-You cant really test it. You would want to simulate it on a computer to make sure it works but that defeats the point. Because of this its easier to just run it on a supercomputer.

-A room sized giant metal cube which requires a nuclear plant to power it and then transfers it all into heat is scary.



Lets just grow an artificial brain out of stem cells and add an USB 3.0 port.

o3o


#7 slicer4ever   Crossbones+   -  Reputation: 3326

Posted 06 October 2012 - 09:00 AM

i'd have to agree with hodgman, we don't know what constructs/makes up consciousness, we don't have an inkling of how it works, and when we stare at it on paper, it looks like just a bunch of nodes(neurons) connected via a ton of lines(synapses), which are capable of sending electrical signal's amongst each other...and this somehow works,

also, remember that evolution has had Billions of years to get to us, we've been seriously attempting this for maybe a quarter of a century, the fact that we're already beginning to figure out how to try and emulate a brain with man-made structures is no doubt an significant feat.
Check out https://www.facebook.com/LiquidGames for some great games made by me on the Playstation Mobile market.

#8 szecs   Members   -  Reputation: 2102

Posted 06 October 2012 - 09:20 AM

I don't think talking about conciousness is relevant. Anything that looks like it has conciousness is enough. I can only be sure about my conciousness. I think the Duck test applies here well.

Anyhoo, I think a more decentralized computer model is required for making anything real intelligent. I mean, millions of small CPUs with millions of small memory units all in a impossibly complex structure.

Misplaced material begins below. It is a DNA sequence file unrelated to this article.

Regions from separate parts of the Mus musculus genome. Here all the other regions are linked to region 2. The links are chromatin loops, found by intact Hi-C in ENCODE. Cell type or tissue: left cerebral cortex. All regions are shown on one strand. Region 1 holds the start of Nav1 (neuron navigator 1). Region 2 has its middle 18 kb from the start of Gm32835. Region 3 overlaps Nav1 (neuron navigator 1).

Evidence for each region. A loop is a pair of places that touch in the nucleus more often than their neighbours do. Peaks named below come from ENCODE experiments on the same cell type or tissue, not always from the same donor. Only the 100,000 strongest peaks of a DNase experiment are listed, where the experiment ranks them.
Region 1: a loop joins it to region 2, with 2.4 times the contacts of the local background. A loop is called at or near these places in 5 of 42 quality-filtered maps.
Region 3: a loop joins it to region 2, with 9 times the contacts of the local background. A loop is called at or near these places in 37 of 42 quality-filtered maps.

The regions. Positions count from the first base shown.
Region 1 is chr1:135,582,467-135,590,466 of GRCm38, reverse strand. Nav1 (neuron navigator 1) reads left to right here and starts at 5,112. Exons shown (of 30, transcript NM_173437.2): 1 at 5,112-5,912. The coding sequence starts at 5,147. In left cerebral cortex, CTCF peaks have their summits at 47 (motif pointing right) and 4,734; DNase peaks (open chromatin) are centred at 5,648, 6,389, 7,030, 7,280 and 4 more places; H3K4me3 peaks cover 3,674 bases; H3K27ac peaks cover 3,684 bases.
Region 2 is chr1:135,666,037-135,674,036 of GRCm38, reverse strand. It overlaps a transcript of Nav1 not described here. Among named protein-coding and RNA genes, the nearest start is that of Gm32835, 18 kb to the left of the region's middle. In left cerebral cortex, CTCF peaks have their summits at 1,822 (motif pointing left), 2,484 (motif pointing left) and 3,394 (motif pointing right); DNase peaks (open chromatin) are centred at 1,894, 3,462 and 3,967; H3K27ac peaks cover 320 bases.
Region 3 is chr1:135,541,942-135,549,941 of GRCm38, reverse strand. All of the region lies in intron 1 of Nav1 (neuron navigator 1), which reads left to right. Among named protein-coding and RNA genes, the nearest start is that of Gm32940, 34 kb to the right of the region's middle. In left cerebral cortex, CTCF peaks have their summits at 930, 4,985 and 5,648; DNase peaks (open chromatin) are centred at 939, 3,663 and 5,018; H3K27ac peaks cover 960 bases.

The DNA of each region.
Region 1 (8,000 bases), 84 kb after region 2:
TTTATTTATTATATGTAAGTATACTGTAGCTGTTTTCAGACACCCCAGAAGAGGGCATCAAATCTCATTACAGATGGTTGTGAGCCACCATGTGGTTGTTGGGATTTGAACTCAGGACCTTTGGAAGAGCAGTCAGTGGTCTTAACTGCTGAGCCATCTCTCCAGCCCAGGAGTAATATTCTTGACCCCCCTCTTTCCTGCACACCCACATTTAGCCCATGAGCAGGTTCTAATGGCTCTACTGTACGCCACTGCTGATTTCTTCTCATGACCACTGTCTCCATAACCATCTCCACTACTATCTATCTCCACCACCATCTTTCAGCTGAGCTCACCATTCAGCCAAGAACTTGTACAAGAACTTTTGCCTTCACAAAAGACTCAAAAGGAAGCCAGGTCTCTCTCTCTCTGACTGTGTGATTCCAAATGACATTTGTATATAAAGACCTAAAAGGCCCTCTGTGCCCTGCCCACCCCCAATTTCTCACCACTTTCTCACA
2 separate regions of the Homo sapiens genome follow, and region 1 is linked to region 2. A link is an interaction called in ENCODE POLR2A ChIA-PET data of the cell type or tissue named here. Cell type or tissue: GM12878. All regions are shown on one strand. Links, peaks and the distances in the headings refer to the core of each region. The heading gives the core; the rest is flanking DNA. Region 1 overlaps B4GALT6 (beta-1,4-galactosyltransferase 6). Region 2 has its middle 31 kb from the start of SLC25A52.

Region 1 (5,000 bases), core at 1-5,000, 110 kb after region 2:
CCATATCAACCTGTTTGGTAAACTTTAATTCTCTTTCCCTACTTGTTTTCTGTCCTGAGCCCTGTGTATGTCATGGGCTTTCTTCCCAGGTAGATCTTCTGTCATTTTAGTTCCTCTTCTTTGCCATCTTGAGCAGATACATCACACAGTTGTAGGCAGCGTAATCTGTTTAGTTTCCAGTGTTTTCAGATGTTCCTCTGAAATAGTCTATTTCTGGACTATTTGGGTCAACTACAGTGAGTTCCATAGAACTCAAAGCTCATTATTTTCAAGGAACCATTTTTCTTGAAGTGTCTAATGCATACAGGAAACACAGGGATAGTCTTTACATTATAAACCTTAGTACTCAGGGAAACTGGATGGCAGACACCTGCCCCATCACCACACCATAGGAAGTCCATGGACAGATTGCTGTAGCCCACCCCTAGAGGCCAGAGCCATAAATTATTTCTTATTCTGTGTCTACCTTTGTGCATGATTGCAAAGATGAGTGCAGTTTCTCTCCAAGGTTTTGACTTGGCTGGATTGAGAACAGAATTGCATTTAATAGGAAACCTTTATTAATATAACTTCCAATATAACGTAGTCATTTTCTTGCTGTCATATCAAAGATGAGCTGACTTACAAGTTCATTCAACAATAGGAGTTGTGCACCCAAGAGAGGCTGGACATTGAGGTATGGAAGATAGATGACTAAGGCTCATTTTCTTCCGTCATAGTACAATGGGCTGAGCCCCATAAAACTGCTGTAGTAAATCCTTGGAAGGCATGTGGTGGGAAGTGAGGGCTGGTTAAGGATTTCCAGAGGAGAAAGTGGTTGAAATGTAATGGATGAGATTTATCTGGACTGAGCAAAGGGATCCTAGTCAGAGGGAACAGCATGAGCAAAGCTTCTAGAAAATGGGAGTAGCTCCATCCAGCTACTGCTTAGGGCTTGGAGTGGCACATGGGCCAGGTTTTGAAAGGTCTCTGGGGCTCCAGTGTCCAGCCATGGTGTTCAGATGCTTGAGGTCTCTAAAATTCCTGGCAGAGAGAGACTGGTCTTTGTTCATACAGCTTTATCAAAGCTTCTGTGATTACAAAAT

I don't think we can manufacture a finished AI and just turn it on ever because of that "infinite" complexity. No matter how well we understand the elements of the system, fully understanding and controlling a system that complex is pretty much impossible. It's hard to fully understand even just a regular software. And it's lightyears away from the size and data amount of a mind.

So if we create anything resembles a true intelligent and independent mind, it will be like a new-born's mind and we have to teach her like we teach children.

I think....

Edited by szecs, 06 October 2012 - 09:26 AM.


#9 Hodgman   Moderators   -  Reputation: 28518

Posted 06 October 2012 - 09:38 AM

The brain operates at only ~10Hz and yet in terms of NN complexity, it delivers as many FLOPS as our most powerful supercomputers -- though they require several megawatts and fill large rooms, whereas the brain only needs ~20 watts and fits in your head. So not only is it ridiculously more powerful than a regular computer, it's also ridiculously small and energy efficient.
Yes, this is due to it's specialized design -- to compete with it, you would have to build your fake brain using similar construction processes (if you didn't want you brain to fill a room and require more rooms of power equipment). If you search for "neural network hardware", you'll find this isn't a new topic. People have built hardware ANN's before that were as complex as a cat's brain, though with not very impressive results.

Keep in mind that it's easy to get caught up with the state of technology and think that we're an advanced race, but biological construction techniques really do put our technology to shame. We're still playing with sticks and fire compared to what biology is doing. It's going to be a long time until we can build hardware that is similar to a brain.
e.g.
* Plants are mostly made out of air, are self constructing, can be endlessly recycled and contain photosynthesis units that are absolutely amazing compared to our best solar cells. That's why we use plants to make biofuel, or dig up million year old plants to burn as oil.
* Kevlar is produced by stretching carbon nanotubes through a pressurized vat of extremely hot concentrated sulfuric acid (which is dangerous and hazardous to the environment). Abalone shells are tougher than kevlar, and are made out of seawater and sunlight, produced in a pollution-free process on demand.

#10 CryoGenesis   Members   -  Reputation: 494